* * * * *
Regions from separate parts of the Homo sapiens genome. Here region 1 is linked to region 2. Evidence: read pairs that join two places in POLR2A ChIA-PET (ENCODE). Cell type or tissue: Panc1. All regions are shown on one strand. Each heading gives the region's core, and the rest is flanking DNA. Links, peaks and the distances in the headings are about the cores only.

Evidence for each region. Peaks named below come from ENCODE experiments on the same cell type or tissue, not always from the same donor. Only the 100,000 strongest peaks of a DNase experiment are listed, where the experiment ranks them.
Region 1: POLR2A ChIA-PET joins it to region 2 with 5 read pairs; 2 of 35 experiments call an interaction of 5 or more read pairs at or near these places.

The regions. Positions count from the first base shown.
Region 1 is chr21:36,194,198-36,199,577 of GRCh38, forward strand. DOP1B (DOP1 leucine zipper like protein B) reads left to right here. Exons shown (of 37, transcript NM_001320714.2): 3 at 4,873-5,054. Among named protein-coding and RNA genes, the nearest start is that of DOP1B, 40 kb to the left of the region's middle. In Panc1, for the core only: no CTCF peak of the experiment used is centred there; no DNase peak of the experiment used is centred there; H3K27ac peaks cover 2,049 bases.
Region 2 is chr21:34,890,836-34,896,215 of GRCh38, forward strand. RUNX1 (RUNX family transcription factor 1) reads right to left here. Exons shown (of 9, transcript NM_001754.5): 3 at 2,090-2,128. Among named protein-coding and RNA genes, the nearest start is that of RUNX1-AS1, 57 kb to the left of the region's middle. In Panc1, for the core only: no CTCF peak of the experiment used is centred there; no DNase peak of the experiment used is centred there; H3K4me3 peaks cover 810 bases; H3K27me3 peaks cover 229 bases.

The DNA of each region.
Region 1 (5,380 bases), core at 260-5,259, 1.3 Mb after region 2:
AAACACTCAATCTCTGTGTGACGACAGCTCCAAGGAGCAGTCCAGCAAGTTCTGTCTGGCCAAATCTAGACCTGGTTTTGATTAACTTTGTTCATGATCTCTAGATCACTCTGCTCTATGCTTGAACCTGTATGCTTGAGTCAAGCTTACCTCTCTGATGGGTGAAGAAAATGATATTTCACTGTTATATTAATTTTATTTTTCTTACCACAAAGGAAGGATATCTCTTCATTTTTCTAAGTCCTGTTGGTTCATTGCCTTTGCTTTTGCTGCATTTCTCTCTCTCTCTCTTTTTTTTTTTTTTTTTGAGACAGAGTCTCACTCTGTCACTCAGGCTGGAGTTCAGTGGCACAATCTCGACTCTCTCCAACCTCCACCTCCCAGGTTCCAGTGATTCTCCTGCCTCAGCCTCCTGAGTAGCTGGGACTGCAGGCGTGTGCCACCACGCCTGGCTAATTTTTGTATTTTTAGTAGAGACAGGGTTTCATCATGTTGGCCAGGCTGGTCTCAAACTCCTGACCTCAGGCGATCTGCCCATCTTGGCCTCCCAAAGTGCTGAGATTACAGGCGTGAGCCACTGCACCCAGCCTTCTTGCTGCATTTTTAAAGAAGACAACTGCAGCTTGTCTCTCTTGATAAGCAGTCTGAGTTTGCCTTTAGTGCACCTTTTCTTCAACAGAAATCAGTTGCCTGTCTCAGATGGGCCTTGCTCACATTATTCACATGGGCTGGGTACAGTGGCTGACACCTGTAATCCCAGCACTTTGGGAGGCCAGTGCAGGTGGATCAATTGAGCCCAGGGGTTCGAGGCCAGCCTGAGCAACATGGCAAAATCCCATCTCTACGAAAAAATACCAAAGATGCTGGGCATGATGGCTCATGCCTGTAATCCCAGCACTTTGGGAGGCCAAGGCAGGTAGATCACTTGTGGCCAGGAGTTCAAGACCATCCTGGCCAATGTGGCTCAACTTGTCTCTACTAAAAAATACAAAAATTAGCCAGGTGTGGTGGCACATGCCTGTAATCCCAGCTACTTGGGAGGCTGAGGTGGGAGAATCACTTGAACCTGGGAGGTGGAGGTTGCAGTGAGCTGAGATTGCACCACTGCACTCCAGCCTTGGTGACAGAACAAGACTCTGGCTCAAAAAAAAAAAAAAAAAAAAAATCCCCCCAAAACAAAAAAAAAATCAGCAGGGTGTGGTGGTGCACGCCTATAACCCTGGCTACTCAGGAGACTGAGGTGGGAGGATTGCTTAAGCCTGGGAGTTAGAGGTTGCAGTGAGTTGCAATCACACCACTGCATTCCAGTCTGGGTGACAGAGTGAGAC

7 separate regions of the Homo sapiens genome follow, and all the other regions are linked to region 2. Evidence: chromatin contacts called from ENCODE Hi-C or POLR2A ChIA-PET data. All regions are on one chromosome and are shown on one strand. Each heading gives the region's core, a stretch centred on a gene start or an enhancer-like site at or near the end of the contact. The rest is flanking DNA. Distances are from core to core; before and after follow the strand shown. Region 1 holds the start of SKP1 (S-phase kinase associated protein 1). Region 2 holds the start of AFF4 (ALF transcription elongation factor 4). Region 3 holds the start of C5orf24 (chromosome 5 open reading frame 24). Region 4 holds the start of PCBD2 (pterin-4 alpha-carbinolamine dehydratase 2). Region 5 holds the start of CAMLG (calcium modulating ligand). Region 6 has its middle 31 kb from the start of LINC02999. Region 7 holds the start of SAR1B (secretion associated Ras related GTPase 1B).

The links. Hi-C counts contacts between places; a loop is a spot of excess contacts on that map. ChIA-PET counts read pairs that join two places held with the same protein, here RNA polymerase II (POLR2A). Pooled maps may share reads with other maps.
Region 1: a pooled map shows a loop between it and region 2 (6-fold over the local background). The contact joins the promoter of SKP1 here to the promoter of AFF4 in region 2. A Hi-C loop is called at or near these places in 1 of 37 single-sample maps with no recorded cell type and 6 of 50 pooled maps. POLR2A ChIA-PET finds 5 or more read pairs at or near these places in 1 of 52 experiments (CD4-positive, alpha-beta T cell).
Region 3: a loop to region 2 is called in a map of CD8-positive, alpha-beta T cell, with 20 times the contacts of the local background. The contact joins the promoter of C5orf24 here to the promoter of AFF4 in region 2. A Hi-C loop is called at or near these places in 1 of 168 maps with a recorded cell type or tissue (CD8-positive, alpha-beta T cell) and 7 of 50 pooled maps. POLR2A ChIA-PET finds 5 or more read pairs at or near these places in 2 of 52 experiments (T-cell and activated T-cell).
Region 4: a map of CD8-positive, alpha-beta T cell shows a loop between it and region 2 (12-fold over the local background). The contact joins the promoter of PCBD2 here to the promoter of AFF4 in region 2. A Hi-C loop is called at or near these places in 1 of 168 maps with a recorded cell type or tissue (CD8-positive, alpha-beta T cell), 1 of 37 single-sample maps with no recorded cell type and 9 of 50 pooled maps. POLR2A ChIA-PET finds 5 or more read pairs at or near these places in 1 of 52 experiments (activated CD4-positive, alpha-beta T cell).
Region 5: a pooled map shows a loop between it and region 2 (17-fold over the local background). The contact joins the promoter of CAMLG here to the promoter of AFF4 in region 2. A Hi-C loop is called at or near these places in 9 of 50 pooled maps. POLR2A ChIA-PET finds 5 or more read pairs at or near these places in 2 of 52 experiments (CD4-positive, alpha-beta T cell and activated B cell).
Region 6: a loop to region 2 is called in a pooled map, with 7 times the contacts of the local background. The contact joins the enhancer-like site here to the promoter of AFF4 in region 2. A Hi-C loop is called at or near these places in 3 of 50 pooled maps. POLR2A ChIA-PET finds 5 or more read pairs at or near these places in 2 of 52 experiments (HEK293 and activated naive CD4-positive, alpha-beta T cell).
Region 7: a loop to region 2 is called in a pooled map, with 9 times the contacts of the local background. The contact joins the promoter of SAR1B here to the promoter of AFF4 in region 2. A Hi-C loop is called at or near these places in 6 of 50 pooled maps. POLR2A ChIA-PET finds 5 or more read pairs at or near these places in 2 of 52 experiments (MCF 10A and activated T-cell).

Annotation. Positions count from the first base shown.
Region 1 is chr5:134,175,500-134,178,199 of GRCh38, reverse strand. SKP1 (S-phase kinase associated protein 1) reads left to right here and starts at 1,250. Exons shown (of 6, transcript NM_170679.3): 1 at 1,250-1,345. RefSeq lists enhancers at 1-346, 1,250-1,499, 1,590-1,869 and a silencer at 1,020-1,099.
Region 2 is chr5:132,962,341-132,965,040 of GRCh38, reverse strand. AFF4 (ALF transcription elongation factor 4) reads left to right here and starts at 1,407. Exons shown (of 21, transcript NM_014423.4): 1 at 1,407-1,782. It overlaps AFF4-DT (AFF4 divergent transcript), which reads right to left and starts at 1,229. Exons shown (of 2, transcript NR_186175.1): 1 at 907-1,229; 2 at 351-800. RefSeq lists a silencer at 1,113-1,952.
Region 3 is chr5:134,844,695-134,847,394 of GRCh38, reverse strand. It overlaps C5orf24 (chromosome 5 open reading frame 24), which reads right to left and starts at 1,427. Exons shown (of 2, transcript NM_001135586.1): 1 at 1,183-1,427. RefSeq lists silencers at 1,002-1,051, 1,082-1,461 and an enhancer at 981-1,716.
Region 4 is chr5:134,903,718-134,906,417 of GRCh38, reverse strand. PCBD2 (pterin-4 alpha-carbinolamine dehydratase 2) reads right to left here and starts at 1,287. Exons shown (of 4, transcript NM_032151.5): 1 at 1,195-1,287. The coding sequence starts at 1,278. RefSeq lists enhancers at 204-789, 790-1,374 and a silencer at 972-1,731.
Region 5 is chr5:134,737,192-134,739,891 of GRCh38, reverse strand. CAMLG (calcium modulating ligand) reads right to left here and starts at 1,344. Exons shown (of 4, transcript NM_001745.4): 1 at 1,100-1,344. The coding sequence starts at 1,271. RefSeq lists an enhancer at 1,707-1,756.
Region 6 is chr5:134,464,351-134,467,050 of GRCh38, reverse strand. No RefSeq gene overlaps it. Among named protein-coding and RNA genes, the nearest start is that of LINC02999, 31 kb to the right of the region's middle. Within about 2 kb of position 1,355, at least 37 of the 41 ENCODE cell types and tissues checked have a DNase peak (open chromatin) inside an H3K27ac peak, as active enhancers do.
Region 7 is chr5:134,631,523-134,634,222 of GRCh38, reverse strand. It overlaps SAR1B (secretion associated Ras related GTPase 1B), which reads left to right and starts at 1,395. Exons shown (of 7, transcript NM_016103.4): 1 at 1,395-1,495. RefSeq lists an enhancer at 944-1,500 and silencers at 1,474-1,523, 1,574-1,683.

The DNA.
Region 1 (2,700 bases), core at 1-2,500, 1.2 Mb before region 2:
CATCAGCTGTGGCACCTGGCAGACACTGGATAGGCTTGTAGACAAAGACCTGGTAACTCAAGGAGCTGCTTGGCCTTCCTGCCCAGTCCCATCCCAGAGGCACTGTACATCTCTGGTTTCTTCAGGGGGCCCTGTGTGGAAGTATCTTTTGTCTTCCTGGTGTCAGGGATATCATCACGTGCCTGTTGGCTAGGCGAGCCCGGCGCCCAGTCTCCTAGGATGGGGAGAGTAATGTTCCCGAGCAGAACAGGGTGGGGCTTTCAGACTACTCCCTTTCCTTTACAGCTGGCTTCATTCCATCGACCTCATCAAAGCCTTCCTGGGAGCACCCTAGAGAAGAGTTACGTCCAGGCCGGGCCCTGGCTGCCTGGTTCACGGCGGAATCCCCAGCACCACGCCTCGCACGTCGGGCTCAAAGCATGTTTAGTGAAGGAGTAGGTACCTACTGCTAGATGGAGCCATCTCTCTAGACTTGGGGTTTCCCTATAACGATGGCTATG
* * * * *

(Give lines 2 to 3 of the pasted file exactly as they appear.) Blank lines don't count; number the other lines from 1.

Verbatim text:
Evidence for each region. Peaks named below come from ENCODE experiments on the same cell type or tissue, not always from the same donor. Only the 100,000 strongest peaks of a DNase experiment are listed, where the experiment ranks them.
Region 1: POLR2A ChIA-PET joins it to region 2 with 5 read pairs; 2 of 35 experiments call an interaction of 5 or more read pairs at or near these places.